Most people, if asked what they consider an API to be, would immediately think of a JSON-based, synchronous API over HTTP – they’ll be thinking of a RESTful API. This type of API has existed for the past 20 years and can be found throughout virtually all Integration solutions.
However, Integration Architects are becoming more appreciative of Event-driven architectures as they see the benefits of such solutions. This has increased the use of eventful APIs (or message-based, asynchronous APIs). They provide specific capabilities not fulfilled by traditional RESTful APIs.
An Eventful API does not require a synchronous response to a request. The APIs request is effectively fired off and then forgotten about. There is no waiting for a response, and a response is unnecessary.
There are two primary use cases for this approach.
- There’s an extremely high number of requests (such as a data stream entering a trading platform). Where processing and returning responses are of little consequence.
- The transaction is long-lived (possibly updating multiple systems in the process), so waiting for a response is not practical.
The diagram below covers a clear, high-level view of Event-Driven architecture. This is purely for illustration purposes. Here, Producers publish Events (messages) to particular Channels (queues) that are defined within an Event Broker. Consumers subscribed to certain Channels will then pick up these messages from those queues.
The emergence of AsynAPI
Until recently, there has been much tooling to help support the lifecycle of RESTful APIs: standard specifications, design platforms, testing frameworks, etc. However, the equivalent hasn’t existed for Eventful APIs, making the whole experience of building such an API much less consistent, demanding greater knowledge with additional skills.
With the development of the AsyncAPI specification, some of what is available for developing RESTful APIs is now available to EVENTful APIs. The specification, much like OAS and RAML (used in developing RESTful APIs), is of a human and machine-readable format and describes the interface of an Eventful API. As a point of note, it is actually open-sourced and based on OpenAPI, so those with either OAS or RAML knowledge would find it relatively intuitive.
The structure of the specification is familiar to those with OAS or RAML experience. The salient aspects of the specification are detailed below.
The first line required in an interface specification details the version of AsyncAPI being used.
This is also required and can be viewed as the Header of the EVENTful API. It provides basic API documentation, such as title, description and version.
description: This api processes Sales Orders. version: ‘1.0.0’
This Object provides information on the relevant Event Broker servers. Although this Object isn’t mandatory, it provides useful documentation. Information such as the Transport protocol and version of that protocol being used, the server’s URL and any Security Schemes being actively applied to the endpoint is specified here. Note, this isn’t restricted to covering only one Server environment (i.e. Production) but can be used to detail all other environments, if needed (i.e. non-Prod), to aid developers.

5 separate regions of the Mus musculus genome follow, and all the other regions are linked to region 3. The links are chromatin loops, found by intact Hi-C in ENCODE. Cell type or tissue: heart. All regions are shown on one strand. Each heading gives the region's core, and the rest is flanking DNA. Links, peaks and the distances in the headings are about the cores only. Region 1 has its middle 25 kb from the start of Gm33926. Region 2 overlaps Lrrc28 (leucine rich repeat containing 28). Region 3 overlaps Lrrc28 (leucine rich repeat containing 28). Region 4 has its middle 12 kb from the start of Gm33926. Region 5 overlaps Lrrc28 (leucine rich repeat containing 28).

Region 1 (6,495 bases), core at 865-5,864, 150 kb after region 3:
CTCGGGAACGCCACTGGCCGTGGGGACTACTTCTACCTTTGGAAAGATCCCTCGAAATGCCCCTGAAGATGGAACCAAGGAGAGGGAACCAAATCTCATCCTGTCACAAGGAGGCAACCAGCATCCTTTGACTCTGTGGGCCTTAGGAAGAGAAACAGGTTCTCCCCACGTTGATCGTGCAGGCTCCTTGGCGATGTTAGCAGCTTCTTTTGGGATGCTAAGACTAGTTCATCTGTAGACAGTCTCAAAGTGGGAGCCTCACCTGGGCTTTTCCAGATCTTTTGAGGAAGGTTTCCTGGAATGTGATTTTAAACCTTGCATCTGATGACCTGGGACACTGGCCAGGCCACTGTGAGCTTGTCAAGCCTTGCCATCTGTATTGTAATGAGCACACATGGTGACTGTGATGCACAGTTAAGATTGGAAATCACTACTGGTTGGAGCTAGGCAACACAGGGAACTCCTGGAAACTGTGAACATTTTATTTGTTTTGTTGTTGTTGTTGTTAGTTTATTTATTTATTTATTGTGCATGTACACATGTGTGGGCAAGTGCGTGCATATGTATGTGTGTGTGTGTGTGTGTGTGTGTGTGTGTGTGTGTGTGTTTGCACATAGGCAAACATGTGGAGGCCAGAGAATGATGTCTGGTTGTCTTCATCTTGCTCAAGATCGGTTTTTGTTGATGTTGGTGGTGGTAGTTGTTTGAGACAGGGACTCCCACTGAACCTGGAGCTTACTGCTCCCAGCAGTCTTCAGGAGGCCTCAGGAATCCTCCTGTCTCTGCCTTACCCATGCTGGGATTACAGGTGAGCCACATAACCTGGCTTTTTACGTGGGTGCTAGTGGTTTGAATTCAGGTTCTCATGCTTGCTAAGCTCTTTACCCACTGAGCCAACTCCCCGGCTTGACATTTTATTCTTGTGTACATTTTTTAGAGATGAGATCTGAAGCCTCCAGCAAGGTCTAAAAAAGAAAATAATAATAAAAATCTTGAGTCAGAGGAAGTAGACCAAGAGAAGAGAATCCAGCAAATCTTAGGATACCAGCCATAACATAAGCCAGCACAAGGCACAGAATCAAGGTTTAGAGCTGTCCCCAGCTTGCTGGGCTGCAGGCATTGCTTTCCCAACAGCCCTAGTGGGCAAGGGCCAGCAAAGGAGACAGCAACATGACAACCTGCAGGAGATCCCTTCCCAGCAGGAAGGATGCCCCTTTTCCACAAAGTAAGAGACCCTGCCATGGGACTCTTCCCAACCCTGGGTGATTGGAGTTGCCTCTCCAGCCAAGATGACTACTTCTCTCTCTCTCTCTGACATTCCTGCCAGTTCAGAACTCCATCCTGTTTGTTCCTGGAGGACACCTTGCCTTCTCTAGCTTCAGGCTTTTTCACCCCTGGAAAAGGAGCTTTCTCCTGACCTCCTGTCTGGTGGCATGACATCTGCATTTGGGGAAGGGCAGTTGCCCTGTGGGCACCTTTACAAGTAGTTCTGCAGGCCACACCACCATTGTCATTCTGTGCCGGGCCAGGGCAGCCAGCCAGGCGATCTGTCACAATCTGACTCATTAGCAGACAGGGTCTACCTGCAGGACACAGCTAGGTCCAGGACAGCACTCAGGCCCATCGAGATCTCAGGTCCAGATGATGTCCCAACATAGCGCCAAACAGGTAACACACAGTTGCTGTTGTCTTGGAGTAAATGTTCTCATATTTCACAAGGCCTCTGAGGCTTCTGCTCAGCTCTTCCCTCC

description: Development Instance
– user-Password: 
Here, we see equivalent information to the Resources and Methods as defined for RESTful APIs; these being the Channel names and the Operations available to those channels. Note that for RESTful APIs, we have HTTP verbs to describe the different operations, for Eventful APIs, only two actions exist – Publish and Subscribe.
This element is also not mandatory but is useful. It can be used to define additional properties, such as the applicable Security Schemes. It can also hold reusable fragments relating to the message structure, such as fields within the message.
Note, this is not a complete list of what can be held here in this Object – just an illustration of what might be useful.
description: Username and Password authentication.
description: Message header
description: ID of the Sales Order
type: string orderItem:
description: Item ordered
description: Cost of the Item
It’s now possible to create AsyncAPI specifications within Anypoint Platform. This feature is integrated into the Design Center functionality. Creating an AsyncAPI interface is no different than creating a RAML or OAS interface – choose the required option when starting.
As you would expect, the API documentation is rendered in real-time to match the code (as you have become familiar with when using RAML and OAS). It is also possible to reuse existing Datatypes and import them into new interfaces, meaning they need to be defined only once and used in synchronous and asynchronous APIs. The API interface specifications can also be published to Anypoint Exchange, like another asset, and so becomes discoverable – a key feature of Exchange.
However, what is not yet possible is the ability to scaffold projects in Anypoint Studio based on a specification, nor is it possible to apply security and governance from the API Manager.
One final point to note is that the version of the AsyncAPI specification that Anypoint Platform is compatible with is version 2.0.0 (this isn’t the latest).
The ability to create AsyncAPI interfaces is a welcome and much-needed addition to the tooling incorporated into the Anypoint Platform. Giving Architects and Developers a more seamless method of embedding Eventful APIs into their Integration Solutions.
However, the implementation for Eventful APIs does not yet provide the whole suite of tools that are currently available to RESTful APIs (such as oversight from API Manager). I eagerly await and will be looking out for further enhancements from MuleSoft.
To discuss your API approach and learn more about Eventful APIs, get in touch with Devoteam to learn more.
- MuleSoft AsyncAPI documentation:
- Main AsyncAPI site: